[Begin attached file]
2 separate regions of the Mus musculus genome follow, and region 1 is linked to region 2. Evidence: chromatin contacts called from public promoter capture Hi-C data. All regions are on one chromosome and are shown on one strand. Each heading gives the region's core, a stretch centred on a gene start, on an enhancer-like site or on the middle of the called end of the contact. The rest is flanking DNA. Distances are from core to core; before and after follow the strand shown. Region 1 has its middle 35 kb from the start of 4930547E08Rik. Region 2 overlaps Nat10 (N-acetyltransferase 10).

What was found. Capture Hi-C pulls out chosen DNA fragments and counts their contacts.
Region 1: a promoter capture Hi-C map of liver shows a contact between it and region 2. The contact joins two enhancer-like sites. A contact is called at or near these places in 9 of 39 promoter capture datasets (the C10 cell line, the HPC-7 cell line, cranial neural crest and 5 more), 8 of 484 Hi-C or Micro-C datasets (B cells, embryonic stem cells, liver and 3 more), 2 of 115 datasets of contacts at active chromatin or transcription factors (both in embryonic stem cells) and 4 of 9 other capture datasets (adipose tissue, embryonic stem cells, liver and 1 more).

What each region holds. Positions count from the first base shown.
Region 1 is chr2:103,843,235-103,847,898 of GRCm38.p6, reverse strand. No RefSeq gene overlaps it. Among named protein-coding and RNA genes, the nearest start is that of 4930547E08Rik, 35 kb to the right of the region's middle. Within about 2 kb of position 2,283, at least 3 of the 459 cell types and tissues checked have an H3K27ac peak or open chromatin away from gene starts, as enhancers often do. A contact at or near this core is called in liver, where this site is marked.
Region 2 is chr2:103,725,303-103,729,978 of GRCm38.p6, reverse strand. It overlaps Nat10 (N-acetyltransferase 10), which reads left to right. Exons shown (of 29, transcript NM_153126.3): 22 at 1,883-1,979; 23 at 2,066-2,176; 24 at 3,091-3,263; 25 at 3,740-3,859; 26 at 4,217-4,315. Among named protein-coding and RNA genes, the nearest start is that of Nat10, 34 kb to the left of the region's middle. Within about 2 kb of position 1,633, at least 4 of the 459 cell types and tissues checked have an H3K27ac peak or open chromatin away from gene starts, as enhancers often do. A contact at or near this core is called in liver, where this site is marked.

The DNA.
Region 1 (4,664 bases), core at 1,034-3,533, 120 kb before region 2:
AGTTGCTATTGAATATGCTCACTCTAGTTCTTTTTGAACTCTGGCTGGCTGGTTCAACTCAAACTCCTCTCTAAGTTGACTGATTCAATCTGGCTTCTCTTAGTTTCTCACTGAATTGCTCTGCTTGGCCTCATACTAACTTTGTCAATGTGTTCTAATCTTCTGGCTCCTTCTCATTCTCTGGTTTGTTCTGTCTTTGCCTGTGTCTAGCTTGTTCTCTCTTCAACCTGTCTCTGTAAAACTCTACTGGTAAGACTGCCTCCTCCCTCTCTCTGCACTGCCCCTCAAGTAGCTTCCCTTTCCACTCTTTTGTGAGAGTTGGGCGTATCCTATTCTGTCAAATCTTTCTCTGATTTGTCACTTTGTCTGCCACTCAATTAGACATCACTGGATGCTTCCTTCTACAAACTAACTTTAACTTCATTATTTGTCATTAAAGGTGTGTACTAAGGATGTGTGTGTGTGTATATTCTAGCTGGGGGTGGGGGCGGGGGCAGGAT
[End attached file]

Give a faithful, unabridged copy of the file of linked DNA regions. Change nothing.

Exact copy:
2 separate regions of the Mus musculus genome follow, and region 1 is linked to region 2. Evidence: chromatin contacts called from public promoter capture Hi-C data. All regions are on one chromosome and are shown on one strand. Each heading gives the region's core, a stretch centred on a gene start, on an enhancer-like site or on the middle of the called end of the contact. The rest is flanking DNA. Distances are from core to core; before and after follow the strand shown. Region 1 has its middle 35 kb from the start of 4930547E08Rik. Region 2 overlaps Nat10 (N-acetyltransferase 10).

What was found. Capture Hi-C pulls out chosen DNA fragments and counts their contacts.
Region 1: a promoter capture Hi-C map of liver shows a contact between it and region 2. The contact joins two enhancer-like sites. A contact is called at or near these places in 9 of 39 promoter capture datasets (the C10 cell line, the HPC-7 cell line, cranial neural crest and 5 more), 8 of 484 Hi-C or Micro-C datasets (B cells, embryonic stem cells, liver and 3 more), 2 of 115 datasets of contacts at active chromatin or transcription factors (both in embryonic stem cells) and 4 of 9 other capture datasets (adipose tissue, embryonic stem cells, liver and 1 more).

What each region holds. Positions count from the first base shown.
Region 1 is chr2:103,843,235-103,847,898 of GRCm38.p6, reverse strand. No RefSeq gene overlaps it. Among named protein-coding and RNA genes, the nearest start is that of 4930547E08Rik, 35 kb to the right of the region's middle. Within about 2 kb of position 2,283, at least 3 of the 459 cell types and tissues checked have an H3K27ac peak or open chromatin away from gene starts, as enhancers often do. A contact at or near this core is called in liver, where this site is marked.
Region 2 is chr2:103,725,303-103,729,978 of GRCm38.p6, reverse strand. It overlaps Nat10 (N-acetyltransferase 10), which reads left to right. Exons shown (of 29, transcript NM_153126.3): 22 at 1,883-1,979; 23 at 2,066-2,176; 24 at 3,091-3,263; 25 at 3,740-3,859; 26 at 4,217-4,315. Among named protein-coding and RNA genes, the nearest start is that of Nat10, 34 kb to the left of the region's middle. Within about 2 kb of position 1,633, at least 4 of the 459 cell types and tissues checked have an H3K27ac peak or open chromatin away from gene starts, as enhancers often do. A contact at or near this core is called in liver, where this site is marked.

The DNA.
Region 1 (4,664 bases), core at 1,034-3,533, 120 kb before region 2:
AGTTGCTATTGAATATGCTCACTCTAGTTCTTTTTGAACTCTGGCTGGCTGGTTCAACTCAAACTCCTCTCTAAGTTGACTGATTCAATCTGGCTTCTCTTAGTTTCTCACTGAATTGCTCTGCTTGGCCTCATACTAACTTTGTCAATGTGTTCTAATCTTCTGGCTCCTTCTCATTCTCTGGTTTGTTCTGTCTTTGCCTGTGTCTAGCTTGTTCTCTCTTCAACCTGTCTCTGTAAAACTCTACTGGTAAGACTGCCTCCTCCCTCTCTCTGCACTGCCCCTCAAGTAGCTTCCCTTTCCACTCTTTTGTGAGAGTTGGGCGTATCCTATTCTGTCAAATCTTTCTCTGATTTGTCACTTTGTCTGCCACTCAATTAGACATCACTGGATGCTTCCTTCTACAAACTAACTTTAACTTCATTATTTGTCATTAAAGGTGTGTACTAAGGATGTGTGTGTGTGTATATTCTAGCTGGGGGTGGGGGCGGGGGCAGGAT